Geeks2U Promise
We guarantee you'll love our fast, friendly service - or we'll refund your money.  
133,572 Happy Customers & Counting
Need tech support?
1300 769 448
Extended hours, 7 days a week
Home  /  geekspeak  /  Netflix breaks its own iOS Airplay compatibility

Netflix breaks its own iOS Airplay compatibility

In the world of media streaming services, Netflix is the king. Worldwide it has millions of subscribers, it’s established itself as a well-liked brand and it’s flipped from being largely reliant on third-party movie studios to being a production house in its own right — or at least the funding source for plenty of productions, all of which bear the “Netflix Original” logo.

Part of the way that Netflix has become so pervasive is by ensuring that its service is available on just about every device and platform, whether you’re watching on a computer, mobile phone, gaming console, TV set-top box or smart TV.

Up until recently, if you had an iOS device, such an an iPad or iPhone, as well as one of Apple’s Apple TV set top boxes, you could start a program on your iPad and then send it immediately to your Apple TV for big-screen watching. It’s a feature that Apple calls “AirPlay”, but just recently, it stopped working altogether for Netflix specifically.

That’s less than handy if your Netflix routine switches between the two platforms, so what’s the story with the incompatibility? It turns out that it’s (essentially) a spat between Netflix and Apple rather than some solid technical incompatibility.

Apple has its own Apple TV+ streaming service coming later this year, but it’s a service that Apple intends to roll out to more than just its Apple TV set top box.

Selected new Smart TVs and some third party set top boxes will gain AirPlay compatibility, and to allow that work, Apple recently updated the underlying AirPlay software on its iOS devices.

The issue for Netflix here is that in doing so, it removed the ability for Netflix to work out what it’s actually being played on. Netflix does some complex work to try to ensure that the video streams you watch match the capabilities of the device you’re watching on as well as the bandwidth you have via your Internet connection.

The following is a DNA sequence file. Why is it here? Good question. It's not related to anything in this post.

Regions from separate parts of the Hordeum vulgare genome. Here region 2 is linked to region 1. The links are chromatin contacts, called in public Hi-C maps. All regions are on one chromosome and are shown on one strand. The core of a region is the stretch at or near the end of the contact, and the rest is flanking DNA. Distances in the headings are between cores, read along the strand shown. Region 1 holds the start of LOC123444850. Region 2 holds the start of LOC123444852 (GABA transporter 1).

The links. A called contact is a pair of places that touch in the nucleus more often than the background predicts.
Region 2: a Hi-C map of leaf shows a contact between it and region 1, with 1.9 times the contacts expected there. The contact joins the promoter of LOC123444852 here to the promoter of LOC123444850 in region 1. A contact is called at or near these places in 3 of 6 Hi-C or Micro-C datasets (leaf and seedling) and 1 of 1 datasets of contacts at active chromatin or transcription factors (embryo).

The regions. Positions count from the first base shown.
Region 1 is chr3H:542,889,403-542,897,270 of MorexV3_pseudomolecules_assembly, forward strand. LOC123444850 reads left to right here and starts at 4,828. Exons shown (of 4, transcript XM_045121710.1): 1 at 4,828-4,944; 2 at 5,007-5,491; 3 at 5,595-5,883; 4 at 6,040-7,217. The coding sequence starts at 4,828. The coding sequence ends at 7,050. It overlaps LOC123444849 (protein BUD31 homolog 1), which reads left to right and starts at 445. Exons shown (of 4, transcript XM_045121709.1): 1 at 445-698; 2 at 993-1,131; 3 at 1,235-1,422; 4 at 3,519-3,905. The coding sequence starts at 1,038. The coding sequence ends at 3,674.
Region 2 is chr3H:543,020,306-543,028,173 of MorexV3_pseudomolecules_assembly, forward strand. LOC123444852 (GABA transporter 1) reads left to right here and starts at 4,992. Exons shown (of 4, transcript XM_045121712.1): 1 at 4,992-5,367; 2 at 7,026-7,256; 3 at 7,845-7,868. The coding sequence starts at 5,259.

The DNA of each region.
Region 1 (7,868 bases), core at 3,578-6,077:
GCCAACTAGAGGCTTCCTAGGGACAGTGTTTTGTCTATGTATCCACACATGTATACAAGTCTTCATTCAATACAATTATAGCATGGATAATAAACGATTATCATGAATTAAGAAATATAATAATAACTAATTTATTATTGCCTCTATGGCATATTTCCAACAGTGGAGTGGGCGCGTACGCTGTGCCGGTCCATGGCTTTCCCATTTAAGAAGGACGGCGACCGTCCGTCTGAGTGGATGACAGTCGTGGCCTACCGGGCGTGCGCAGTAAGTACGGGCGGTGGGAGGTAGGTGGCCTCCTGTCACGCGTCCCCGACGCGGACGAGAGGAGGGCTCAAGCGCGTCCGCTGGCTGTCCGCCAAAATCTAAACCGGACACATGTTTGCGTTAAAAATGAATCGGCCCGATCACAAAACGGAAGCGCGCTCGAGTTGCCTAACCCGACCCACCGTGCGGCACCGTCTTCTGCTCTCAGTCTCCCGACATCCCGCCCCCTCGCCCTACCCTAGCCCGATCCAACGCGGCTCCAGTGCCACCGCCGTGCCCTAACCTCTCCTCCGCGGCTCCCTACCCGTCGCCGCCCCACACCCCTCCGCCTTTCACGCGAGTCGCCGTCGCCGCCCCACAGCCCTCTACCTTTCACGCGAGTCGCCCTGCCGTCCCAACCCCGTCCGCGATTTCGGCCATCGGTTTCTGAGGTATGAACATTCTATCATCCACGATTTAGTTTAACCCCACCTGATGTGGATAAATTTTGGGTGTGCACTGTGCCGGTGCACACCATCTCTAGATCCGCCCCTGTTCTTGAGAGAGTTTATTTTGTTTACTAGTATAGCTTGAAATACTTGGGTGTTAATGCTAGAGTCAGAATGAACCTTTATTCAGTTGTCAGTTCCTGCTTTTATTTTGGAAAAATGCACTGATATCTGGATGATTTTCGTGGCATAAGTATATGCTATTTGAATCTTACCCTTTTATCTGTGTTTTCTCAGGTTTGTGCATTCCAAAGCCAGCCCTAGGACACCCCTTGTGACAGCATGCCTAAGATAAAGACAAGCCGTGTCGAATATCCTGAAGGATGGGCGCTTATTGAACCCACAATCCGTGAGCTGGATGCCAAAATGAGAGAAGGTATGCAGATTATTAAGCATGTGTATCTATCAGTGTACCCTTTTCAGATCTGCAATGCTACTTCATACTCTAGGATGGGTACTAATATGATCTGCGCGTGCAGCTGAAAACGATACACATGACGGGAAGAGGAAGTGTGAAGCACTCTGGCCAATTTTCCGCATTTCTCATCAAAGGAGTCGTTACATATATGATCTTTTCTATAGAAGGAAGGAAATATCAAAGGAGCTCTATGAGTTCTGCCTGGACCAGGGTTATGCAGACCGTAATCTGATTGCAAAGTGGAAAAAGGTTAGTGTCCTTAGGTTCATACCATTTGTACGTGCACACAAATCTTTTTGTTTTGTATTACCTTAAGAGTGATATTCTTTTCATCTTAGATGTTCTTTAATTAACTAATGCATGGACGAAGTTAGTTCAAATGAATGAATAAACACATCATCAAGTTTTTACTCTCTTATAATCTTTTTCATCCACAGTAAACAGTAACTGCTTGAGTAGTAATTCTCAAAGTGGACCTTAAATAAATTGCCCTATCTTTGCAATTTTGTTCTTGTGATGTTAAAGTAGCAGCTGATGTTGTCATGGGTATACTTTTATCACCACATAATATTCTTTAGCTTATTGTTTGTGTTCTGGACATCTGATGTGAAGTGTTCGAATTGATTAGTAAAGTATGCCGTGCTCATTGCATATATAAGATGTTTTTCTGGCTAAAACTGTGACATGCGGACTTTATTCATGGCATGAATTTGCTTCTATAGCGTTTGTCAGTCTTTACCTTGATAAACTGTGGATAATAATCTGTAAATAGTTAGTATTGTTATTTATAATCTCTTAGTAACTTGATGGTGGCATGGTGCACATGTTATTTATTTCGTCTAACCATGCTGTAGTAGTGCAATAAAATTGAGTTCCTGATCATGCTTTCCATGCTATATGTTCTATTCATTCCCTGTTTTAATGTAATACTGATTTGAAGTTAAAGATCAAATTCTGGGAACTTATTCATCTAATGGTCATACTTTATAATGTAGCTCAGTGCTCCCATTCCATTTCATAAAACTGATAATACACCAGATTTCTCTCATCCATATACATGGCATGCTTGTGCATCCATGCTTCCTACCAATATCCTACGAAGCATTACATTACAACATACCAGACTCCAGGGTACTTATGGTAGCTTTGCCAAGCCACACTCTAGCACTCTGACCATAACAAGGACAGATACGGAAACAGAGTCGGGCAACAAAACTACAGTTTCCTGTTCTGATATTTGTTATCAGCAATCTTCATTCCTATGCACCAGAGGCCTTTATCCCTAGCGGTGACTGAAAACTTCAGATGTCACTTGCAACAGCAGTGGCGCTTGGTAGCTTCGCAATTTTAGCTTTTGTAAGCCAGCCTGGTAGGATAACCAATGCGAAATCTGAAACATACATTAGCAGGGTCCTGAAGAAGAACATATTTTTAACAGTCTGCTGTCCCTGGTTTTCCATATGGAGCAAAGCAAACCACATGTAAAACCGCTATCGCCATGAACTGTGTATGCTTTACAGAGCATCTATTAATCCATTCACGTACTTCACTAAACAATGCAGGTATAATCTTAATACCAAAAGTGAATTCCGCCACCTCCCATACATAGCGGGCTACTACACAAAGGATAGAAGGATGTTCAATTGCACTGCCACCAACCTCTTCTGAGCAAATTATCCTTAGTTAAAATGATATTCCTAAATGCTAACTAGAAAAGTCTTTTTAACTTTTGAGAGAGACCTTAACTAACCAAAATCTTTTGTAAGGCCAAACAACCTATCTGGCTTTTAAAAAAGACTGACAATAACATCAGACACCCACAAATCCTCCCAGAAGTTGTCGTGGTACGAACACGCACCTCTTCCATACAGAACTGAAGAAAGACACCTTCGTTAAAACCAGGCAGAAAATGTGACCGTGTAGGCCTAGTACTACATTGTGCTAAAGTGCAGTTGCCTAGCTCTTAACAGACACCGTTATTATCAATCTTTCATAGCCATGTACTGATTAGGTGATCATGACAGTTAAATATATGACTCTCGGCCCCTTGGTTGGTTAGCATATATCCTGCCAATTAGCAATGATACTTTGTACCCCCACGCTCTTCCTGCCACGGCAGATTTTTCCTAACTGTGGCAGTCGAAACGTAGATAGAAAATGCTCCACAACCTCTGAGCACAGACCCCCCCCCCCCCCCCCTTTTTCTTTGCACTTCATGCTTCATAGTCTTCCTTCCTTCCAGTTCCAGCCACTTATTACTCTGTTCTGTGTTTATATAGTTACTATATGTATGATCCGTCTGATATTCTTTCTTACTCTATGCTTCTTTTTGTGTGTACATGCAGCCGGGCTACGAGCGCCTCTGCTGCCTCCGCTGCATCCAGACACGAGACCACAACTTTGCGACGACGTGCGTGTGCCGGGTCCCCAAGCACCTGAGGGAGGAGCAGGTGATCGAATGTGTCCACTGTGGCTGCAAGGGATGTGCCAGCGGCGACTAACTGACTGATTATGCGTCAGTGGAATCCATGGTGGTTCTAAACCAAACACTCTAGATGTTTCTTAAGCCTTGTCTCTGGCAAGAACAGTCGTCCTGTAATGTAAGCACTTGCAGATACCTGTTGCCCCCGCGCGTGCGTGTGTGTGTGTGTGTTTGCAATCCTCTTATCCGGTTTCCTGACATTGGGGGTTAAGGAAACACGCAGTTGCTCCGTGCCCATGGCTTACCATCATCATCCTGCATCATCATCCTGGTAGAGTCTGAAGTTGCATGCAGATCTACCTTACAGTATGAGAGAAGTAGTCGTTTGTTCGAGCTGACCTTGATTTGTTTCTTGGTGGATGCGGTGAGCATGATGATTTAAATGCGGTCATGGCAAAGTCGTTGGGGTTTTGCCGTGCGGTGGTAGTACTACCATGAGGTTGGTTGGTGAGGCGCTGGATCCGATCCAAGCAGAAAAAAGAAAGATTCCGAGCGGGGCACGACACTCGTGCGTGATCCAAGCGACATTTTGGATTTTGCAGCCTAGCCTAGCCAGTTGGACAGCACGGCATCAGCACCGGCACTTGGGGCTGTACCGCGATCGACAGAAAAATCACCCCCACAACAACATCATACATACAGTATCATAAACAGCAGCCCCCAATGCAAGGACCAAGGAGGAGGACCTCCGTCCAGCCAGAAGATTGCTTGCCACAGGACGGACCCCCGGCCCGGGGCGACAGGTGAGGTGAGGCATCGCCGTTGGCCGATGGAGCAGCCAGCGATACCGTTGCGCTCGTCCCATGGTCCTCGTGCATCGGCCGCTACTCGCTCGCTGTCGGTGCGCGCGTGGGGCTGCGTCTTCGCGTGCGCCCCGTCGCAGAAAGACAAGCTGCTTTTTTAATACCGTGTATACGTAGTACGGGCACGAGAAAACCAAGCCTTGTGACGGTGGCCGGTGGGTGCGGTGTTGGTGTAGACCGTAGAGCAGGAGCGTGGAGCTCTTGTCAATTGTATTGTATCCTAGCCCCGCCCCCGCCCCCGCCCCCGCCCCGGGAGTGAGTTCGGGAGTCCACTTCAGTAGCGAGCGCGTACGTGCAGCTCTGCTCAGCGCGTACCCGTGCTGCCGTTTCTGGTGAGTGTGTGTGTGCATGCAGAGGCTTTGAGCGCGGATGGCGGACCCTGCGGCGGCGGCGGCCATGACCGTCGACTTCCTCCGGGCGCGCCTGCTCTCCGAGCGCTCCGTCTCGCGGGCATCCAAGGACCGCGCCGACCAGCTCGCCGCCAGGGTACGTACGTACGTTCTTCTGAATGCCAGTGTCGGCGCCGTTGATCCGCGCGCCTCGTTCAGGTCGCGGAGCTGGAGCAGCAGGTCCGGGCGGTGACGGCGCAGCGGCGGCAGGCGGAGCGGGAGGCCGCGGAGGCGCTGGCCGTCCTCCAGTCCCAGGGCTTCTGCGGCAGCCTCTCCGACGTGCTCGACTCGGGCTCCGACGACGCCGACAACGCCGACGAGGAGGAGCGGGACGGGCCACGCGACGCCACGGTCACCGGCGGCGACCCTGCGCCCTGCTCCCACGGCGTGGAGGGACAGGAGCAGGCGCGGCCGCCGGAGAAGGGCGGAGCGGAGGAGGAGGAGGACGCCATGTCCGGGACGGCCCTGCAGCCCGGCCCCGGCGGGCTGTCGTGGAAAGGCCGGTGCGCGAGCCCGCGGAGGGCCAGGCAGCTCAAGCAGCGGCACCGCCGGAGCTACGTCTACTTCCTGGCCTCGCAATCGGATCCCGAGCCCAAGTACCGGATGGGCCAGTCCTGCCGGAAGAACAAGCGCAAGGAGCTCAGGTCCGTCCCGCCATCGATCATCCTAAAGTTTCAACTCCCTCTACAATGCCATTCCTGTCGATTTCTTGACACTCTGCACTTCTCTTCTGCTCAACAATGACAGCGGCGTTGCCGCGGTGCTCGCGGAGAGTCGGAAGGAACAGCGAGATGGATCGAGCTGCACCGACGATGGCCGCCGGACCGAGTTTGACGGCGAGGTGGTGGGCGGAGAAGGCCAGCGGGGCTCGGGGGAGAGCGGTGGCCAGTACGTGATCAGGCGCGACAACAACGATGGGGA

That’s why when you’re watching a program, you may sometimes see the visuals shift from a more blocky looking presentation to a smoother one, because it’s using more available bandwidth and adjusting for your device on the fly.

The new AirPlay, according to Netflix, makes it impossible for them to tell what they’re streaming to, so they’ve pulled the feature entirely. If you try to use AirPlay to send to an Apple TV right now, you’ll be hit with an error message instead. You haven’t done anything wrong, and there’s nothing explicitly broken in your device or home network.

It’s a power play from Netflix, who have notably said they won’t be part of the Apple TV+ experience, and we’ll have to wait and see how it plays out precisely.

For now, you’re not bereft of Netflix connectivity to speak of, but you’ll have to take just a few more steps for nearly continuous viewing experiences. Netflix is still available for the Apple TV itself (neither Netflix or Apple are quite mad enough to cut that access!), so in order to shift a program from your iPad or iPhone to the Apple TV, you’ll have to stop it on one device and select it on the other.

As long as you’re on the same Netflix profile as you were before, it should detect where you were up to in your show or movie, and relatively quickly get you back up and binge watching.


Recent News

One of the biggest tech news stories of recent months emerged when the US Department of Justice announced that it’s going to take search giant Google to court, alleging that it has violated antitrust laws in a monopolistic fashion. According to statements reported by the New York Times, “nothing is off the table” in terms

Apple recently launched its 2020 crop of iPhone smartphones, comprising 4 different sizes and models that will become progressively available over the next month or so. The realities of the COVID-19 Pandemic have meant Apple has had to stagger its iPhone 12 launch schedule, with the basic iPhone 12 and iPhone 12 Pro going on

NBN Co recently announced that it’s spending some $3.5 billion dollars to upgrade parts of the nation’s Fibre To the Node (FTTN) network to full Fibre To The Premises (FTTP) over the next 3 years. While the NBN itself has been one massive political football, for better or worse, the practical reality of its near-finished

Virtual Reality, often shortened to VR is one of those “future tech” concepts, along with hoverboards, jetpacks and teleportation that we always seem to be just on the cusp of… but never quite getting there. However, unlike teleportation – which conventional physics suggests might be a bit of a non-starter – or the risky nature

Coronavirus (COVID-19) Update

Learn about the precautions we are taking and our new contactless pick-up and remote service options. Read More
Get help setting up your home office or homework area today. Learn More